Advertisement
  1. Education

Life Force teachers, principal struggle to figure out charter school's finances

Life Force Arts and Technology Academy, 453 Broadway St. in Dunedin, now has 58 students. The Pinellas School Board has voted to issue a notice of termination of the school’s charter.
Published Apr. 6, 2012

DUNEDIN — After the Life Force Arts and Technology Academy's embattled director of operations said she was leaving for a new job, principal Lenor Johnson discovered a problem: Passwords to the charter school's bank accounts had been changed and she couldn't access them.

Johnson had asked Vikki Williams, the outgoing operations director, for help learning the books. But when they sat down together, Williams couldn't explain why the accounts and the school's QuickBooks accounting software suddenly couldn't be accessed.

"Huh. Someone changed the password," Johnson recalled Williams saying. "At that point, I knew it was a game."

That hasn't been the only surprise in the last few weeks at Life Force, a publicly funded charter elementary school that teachers say was overrun by Scientology influence.

School leaders and parents say the school's books have turned to smoke and mirrors, leaving them powerless to plan a budget or hold the school's former leaders accountable. And Life Force's bankruptcy protection likely will end this month, allowing creditors to move in and seek payment.

Hanan Islam, the school's former manager and an executive director of the Scientology-tied World Literacy Crusade, quit last month. But teachers say her appointees have retained a tight grip on the school's money and operations.

"We have people who are doing a real good job of confusing everybody," said principal Johnson, speaking to the Tampa Bay Times for the first time this week. "I really have no one to help me with this school. Everybody that could help me is working for Hanan."

The only remaining member of the school's governing board, Hanan Islam appointee Louis Muhammad, now has sole power to approve budgets for the approximately $50,000 in public funding the school receives each month.

Clearwater lawyer Steven L. Hayes, whom Muhammad asked to represent the governing board, said new members will be added to the board soon. Hayes also is looking for a new accountant to map out spending until the last day of school June 10, saying the school "will have to operate very close to the vest."

Parents and teachers are questioning some of the line items they have found in budgets created by Williams before she resigned. For example, the school has spent or plans to spend nearly $3,000 on a California accountant quietly hired by Islam. The accountant has never been seen at the school and is referred to only as "Pauline" in the budget. No one's sure if she was given access to the school's books.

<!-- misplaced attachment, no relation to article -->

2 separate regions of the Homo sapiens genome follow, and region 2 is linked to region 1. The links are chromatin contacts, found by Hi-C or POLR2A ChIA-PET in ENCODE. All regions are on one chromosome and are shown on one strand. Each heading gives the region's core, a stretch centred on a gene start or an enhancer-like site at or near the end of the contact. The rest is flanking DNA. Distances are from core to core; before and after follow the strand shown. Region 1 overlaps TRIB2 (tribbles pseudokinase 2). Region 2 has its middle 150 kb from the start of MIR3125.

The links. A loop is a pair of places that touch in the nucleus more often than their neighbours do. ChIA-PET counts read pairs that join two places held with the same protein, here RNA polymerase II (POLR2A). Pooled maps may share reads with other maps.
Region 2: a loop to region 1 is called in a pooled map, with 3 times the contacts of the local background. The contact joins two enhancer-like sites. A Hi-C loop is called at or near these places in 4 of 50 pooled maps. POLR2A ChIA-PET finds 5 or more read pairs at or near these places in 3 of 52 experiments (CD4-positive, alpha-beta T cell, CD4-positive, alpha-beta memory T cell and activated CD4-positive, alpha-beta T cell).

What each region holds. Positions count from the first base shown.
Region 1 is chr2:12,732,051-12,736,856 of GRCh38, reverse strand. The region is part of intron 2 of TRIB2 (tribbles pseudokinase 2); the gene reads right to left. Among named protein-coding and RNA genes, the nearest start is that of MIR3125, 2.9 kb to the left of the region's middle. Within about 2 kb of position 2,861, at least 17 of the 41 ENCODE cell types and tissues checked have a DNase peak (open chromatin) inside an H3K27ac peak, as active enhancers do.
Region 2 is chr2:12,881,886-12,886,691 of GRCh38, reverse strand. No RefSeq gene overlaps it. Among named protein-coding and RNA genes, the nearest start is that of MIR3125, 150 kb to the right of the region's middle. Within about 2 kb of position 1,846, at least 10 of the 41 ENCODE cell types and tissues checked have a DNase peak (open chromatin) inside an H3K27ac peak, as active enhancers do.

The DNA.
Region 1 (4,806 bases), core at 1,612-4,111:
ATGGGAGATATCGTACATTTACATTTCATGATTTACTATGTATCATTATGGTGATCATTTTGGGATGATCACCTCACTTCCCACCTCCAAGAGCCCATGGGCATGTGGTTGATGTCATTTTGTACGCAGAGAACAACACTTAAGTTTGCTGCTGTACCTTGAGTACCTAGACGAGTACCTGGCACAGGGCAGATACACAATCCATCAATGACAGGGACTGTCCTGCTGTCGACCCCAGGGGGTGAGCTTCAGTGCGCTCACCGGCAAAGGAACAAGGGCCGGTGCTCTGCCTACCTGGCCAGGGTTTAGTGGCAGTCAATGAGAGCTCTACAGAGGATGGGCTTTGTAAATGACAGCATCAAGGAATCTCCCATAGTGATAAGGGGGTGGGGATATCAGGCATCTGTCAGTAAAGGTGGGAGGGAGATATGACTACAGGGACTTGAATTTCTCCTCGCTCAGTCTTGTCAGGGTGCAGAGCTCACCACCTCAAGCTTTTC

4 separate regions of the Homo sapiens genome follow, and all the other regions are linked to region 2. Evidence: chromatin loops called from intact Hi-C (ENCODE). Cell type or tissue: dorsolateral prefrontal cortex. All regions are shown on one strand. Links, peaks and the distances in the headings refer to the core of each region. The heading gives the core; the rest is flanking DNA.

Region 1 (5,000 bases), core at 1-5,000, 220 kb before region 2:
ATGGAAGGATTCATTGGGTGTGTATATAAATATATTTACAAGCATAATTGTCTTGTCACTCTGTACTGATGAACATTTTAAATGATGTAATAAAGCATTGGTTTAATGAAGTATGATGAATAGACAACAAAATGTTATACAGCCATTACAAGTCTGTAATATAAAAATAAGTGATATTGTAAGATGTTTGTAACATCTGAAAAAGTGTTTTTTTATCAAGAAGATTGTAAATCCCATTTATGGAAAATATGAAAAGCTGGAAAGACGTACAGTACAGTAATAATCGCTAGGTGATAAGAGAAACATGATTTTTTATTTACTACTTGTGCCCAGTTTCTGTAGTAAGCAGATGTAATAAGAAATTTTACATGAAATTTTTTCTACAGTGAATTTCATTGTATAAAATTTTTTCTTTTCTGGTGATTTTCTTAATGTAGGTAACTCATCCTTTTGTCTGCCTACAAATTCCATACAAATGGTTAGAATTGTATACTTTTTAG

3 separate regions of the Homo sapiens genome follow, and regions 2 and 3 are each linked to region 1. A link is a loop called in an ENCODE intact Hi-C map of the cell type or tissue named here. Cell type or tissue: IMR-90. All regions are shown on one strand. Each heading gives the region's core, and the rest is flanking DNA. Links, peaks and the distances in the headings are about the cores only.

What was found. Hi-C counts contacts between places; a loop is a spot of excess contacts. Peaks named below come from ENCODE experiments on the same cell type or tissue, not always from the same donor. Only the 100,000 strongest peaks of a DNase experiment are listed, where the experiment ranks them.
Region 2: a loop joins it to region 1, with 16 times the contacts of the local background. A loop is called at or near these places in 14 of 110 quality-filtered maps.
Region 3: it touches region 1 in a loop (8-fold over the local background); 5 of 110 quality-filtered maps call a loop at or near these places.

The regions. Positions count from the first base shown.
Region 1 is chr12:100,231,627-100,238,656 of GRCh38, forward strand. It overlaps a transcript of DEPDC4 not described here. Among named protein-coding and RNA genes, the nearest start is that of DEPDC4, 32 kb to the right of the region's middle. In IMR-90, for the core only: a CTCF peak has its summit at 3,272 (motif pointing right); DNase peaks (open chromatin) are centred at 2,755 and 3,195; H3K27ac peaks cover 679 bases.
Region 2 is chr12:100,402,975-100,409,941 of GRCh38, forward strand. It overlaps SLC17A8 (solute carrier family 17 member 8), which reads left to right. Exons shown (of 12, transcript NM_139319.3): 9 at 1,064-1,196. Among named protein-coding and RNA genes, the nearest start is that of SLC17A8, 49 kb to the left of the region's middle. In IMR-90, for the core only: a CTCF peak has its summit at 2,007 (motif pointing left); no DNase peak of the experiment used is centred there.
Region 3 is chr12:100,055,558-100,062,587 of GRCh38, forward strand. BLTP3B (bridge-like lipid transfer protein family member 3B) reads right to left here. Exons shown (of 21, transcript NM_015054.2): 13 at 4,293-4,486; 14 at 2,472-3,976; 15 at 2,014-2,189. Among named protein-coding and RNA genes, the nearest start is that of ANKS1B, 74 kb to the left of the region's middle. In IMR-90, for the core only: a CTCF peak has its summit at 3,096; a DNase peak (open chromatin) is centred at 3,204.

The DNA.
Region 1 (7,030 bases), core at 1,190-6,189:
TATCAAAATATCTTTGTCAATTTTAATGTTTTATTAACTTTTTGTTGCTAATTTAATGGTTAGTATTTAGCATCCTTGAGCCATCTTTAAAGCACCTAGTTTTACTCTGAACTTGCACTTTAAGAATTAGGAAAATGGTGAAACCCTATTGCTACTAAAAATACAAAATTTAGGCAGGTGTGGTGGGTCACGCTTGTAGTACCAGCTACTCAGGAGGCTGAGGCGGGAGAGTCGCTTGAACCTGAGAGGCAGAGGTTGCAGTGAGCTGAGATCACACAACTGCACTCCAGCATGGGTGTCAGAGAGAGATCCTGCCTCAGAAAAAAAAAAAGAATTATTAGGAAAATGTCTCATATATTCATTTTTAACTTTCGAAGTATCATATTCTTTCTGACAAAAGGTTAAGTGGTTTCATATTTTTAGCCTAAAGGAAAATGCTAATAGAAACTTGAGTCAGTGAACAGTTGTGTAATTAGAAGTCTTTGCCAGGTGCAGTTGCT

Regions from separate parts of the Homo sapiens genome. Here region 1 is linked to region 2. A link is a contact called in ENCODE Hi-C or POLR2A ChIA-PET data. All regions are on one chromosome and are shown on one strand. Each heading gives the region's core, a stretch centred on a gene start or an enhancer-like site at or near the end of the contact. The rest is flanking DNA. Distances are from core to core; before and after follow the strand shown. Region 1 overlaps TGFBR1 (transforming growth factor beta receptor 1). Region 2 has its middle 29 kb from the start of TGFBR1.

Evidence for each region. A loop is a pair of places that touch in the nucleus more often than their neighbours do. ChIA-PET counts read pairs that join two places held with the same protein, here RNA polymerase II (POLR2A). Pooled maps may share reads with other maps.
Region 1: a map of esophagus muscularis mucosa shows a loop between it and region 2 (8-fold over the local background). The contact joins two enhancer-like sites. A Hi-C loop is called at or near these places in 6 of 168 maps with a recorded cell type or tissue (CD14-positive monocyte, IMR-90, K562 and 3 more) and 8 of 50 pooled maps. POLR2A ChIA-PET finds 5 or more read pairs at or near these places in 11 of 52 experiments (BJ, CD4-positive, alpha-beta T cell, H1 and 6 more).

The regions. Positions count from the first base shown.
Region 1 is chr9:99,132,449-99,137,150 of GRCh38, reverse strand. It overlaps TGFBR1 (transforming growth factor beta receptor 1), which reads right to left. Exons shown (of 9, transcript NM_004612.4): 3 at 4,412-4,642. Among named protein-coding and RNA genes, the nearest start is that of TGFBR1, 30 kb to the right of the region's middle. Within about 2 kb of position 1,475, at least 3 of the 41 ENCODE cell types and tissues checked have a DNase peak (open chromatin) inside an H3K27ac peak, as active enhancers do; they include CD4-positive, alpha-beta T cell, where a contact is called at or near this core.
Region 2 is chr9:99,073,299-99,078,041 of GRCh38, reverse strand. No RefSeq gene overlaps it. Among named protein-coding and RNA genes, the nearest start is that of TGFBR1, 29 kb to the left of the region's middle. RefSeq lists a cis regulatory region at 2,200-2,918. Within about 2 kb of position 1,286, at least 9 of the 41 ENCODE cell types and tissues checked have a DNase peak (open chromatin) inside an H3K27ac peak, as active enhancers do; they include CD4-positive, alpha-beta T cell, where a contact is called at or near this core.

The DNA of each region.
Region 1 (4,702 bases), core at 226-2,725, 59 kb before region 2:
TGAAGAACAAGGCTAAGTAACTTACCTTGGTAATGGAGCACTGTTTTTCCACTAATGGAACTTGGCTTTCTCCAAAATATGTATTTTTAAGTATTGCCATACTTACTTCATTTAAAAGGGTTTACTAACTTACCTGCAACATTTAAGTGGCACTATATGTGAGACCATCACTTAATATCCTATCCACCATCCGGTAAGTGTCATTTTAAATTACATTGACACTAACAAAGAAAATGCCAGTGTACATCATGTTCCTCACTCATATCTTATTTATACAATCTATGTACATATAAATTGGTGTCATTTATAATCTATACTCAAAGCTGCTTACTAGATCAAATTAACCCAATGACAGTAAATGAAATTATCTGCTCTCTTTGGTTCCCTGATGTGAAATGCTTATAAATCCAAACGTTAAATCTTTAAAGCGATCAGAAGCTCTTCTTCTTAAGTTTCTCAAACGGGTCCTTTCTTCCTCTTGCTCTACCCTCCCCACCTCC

Another questionable budget line item is $700 for fliers advertising Winter Wonderland, an annual Scientology-sponsored holiday event in Clearwater.

Bankruptcy records also show that Islam's management company, Art of Management, was paid more than $70,000 from school funds between August and January.

"These kids walk around here and don't have water, don't have pencils, don't have crayons," said Konica Ritchie, cafeteria manager and parent of two Life Force students. "How can you be for the kids if you took $70,000, talking about your fees?"

Another concern: Hayes said the school owes nearly $15,000 in payroll taxes. Yet taxes were routinely deducted from teachers' $85-a-day paychecks, leaving them worried that the taxes somehow disappeared.

Not much is known about how money was spent at the school under the administration of Islam and Williams. The Pinellas County School District, responsible under state law for monitoring charter schools, has not received monthly financial statements from Life Force since November, said Dot Clark, the district's coordinator of partnership schools.

The school district has little power over how money is used at the school. But last month, the School Board voted to issue a 90-day notice of termination of the school's charter, meaning it could close this summer at the end of its third school year.

Johnson, who was initially stymied by the mysterious change in account passwords, regained access by visiting the bank and credit union. Johnson said Hayes and Muhammad have agreed to give her about $500 each month for school supplies, but the board — Muhammad — will maintain total control over the other 99 percent of the school's monthly state and federal funding.